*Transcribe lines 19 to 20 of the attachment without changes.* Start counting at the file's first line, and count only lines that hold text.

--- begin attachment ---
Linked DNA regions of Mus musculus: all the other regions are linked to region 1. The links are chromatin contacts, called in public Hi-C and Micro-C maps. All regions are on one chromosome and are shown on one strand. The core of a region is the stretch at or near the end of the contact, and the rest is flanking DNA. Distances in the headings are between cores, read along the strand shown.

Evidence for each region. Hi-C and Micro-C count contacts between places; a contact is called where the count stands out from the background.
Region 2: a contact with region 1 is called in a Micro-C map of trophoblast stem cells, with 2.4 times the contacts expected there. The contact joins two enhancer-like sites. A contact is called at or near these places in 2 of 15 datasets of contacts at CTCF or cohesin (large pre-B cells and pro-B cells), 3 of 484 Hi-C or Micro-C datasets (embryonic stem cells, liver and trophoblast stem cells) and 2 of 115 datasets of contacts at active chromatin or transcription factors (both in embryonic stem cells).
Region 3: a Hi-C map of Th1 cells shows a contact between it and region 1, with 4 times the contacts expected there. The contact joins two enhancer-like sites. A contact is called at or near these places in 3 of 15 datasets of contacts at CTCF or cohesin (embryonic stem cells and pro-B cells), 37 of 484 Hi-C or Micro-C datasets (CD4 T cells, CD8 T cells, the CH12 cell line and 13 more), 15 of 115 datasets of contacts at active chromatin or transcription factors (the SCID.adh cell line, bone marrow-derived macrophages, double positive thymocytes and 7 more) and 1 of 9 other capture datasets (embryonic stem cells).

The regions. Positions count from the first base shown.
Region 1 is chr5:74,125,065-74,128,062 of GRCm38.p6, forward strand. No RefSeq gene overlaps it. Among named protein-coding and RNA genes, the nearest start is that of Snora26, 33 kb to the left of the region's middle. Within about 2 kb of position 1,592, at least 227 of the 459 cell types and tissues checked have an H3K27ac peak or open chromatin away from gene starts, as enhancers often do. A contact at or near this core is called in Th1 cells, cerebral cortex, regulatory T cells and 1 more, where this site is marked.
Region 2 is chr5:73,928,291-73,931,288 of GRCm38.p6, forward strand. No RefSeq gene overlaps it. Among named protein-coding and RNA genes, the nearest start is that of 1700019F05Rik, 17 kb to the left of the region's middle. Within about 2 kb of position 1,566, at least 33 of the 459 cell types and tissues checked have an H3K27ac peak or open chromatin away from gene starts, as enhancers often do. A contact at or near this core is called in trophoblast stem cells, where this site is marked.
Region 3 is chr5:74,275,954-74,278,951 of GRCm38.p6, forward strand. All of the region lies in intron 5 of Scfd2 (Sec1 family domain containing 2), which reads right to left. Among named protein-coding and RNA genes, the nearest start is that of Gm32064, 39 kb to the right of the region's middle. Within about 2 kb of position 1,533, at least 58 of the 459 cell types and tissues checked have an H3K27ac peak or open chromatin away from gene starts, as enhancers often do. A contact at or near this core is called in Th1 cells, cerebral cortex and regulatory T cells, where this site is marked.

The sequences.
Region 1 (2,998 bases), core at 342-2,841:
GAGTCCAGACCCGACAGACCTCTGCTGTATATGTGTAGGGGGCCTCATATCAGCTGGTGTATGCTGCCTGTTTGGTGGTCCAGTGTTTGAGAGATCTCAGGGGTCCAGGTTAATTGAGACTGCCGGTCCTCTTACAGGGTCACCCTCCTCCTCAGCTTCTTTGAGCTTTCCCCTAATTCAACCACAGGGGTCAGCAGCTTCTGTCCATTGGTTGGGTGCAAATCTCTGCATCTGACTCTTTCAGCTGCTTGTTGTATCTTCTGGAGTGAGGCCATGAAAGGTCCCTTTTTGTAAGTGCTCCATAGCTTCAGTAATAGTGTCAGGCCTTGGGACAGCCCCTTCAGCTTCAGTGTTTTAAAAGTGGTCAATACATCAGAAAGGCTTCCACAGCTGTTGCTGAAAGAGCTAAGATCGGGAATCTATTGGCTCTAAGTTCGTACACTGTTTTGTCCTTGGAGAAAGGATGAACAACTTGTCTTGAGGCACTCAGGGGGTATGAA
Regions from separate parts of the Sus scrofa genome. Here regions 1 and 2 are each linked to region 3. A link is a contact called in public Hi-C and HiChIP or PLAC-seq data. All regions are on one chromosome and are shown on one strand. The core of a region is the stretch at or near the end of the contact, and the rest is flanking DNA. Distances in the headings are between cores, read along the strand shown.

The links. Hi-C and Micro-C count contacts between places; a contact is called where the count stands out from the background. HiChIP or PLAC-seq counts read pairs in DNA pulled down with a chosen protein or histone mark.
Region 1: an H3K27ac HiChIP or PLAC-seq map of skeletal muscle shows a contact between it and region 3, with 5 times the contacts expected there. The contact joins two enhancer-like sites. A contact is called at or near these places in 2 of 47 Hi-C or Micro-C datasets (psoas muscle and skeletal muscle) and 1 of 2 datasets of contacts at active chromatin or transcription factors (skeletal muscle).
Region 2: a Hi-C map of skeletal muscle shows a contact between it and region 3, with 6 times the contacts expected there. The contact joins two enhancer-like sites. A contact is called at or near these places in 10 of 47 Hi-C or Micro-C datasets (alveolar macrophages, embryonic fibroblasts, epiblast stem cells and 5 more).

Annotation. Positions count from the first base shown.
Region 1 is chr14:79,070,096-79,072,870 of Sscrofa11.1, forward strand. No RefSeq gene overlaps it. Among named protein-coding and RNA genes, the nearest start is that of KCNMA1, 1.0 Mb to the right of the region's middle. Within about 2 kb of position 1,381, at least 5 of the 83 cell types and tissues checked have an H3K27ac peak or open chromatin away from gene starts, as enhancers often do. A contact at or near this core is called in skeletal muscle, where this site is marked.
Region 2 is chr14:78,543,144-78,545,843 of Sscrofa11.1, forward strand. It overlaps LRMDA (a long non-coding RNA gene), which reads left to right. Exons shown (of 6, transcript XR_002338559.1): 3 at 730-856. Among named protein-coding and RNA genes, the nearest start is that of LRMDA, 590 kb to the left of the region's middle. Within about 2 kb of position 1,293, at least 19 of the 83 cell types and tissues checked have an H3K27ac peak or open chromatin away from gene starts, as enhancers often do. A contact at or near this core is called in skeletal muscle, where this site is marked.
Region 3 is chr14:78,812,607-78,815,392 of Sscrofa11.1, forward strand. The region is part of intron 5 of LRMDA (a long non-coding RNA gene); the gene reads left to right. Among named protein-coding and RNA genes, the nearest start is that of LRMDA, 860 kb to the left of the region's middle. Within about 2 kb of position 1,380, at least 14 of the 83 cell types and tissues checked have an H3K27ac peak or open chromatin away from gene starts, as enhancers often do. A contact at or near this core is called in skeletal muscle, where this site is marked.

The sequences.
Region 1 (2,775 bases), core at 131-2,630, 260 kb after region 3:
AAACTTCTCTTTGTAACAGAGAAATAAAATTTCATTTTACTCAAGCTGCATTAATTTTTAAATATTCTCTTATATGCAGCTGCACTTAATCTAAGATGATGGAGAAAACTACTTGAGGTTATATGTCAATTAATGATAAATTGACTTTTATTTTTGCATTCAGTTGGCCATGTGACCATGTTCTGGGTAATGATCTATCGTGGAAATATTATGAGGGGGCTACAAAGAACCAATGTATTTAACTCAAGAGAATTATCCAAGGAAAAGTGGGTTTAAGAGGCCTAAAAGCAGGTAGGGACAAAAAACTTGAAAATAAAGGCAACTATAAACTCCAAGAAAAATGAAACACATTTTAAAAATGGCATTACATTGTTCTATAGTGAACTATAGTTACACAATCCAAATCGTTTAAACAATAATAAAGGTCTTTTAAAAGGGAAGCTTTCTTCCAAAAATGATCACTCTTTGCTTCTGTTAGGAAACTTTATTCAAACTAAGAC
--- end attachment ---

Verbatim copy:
Region 3 is chr14:78,812,607-78,815,392 of Sscrofa11.1, forward strand. The region is part of intron 5 of LRMDA (a long non-coding RNA gene); the gene reads left to right. Among named protein-coding and RNA genes, the nearest start is that of LRMDA, 860 kb to the left of the region's middle. Within about 2 kb of position 1,380, at least 14 of the 83 cell types and tissues checked have an H3K27ac peak or open chromatin away from gene starts, as enhancers often do. A contact at or near this core is called in skeletal muscle, where this site is marked.

The sequences.